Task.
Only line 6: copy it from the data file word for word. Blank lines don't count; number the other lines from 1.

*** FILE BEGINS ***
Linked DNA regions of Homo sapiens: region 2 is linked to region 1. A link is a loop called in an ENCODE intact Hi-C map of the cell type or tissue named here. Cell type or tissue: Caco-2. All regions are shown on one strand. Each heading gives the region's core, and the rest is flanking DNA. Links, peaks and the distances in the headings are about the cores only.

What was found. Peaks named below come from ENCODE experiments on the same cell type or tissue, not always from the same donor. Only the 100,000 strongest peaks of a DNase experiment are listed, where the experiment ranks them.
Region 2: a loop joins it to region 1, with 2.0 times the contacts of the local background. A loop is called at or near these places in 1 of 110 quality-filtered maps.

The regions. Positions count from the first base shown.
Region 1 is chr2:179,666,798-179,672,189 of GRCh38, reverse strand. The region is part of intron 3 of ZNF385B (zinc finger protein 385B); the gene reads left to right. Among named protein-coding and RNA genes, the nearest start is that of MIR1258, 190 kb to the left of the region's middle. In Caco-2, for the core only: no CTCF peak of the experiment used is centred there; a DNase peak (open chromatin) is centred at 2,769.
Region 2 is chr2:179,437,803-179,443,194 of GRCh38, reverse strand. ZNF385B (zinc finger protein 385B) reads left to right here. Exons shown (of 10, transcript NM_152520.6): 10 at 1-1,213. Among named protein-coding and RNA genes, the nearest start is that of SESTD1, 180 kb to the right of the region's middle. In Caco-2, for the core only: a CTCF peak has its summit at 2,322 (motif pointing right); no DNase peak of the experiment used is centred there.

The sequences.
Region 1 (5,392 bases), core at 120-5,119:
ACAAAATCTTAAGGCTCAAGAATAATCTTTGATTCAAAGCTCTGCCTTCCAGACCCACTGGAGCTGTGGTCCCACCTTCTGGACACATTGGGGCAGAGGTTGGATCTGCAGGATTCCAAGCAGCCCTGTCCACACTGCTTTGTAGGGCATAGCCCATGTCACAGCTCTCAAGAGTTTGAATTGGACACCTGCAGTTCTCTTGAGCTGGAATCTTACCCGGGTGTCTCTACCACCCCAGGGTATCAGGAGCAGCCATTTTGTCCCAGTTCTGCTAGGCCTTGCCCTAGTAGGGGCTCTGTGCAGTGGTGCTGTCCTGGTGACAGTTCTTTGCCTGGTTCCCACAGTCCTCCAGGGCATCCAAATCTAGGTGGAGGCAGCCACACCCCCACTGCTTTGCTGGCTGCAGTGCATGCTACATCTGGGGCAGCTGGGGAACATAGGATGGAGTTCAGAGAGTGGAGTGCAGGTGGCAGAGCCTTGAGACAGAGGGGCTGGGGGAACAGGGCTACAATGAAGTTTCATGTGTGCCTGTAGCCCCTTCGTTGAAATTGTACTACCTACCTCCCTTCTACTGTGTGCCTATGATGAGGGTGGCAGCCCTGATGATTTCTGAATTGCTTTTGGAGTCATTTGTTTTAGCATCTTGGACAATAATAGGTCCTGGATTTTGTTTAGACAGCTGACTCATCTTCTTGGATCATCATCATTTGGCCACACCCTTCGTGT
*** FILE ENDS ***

Region 2 is chr2:179,437,803-179,443,194 of GRCh38, reverse strand. ZNF385B (zinc finger protein 385B) reads left to right here. Exons shown (of 10, transcript NM_152520.6): 10 at 1-1,213. Among named protein-coding and RNA genes, the nearest start is that of SESTD1, 180 kb to the right of the region's middle. In Caco-2, for the core only: a CTCF peak has its summit at 2,322 (motif pointing right); no DNase peak of the experiment used is centred there.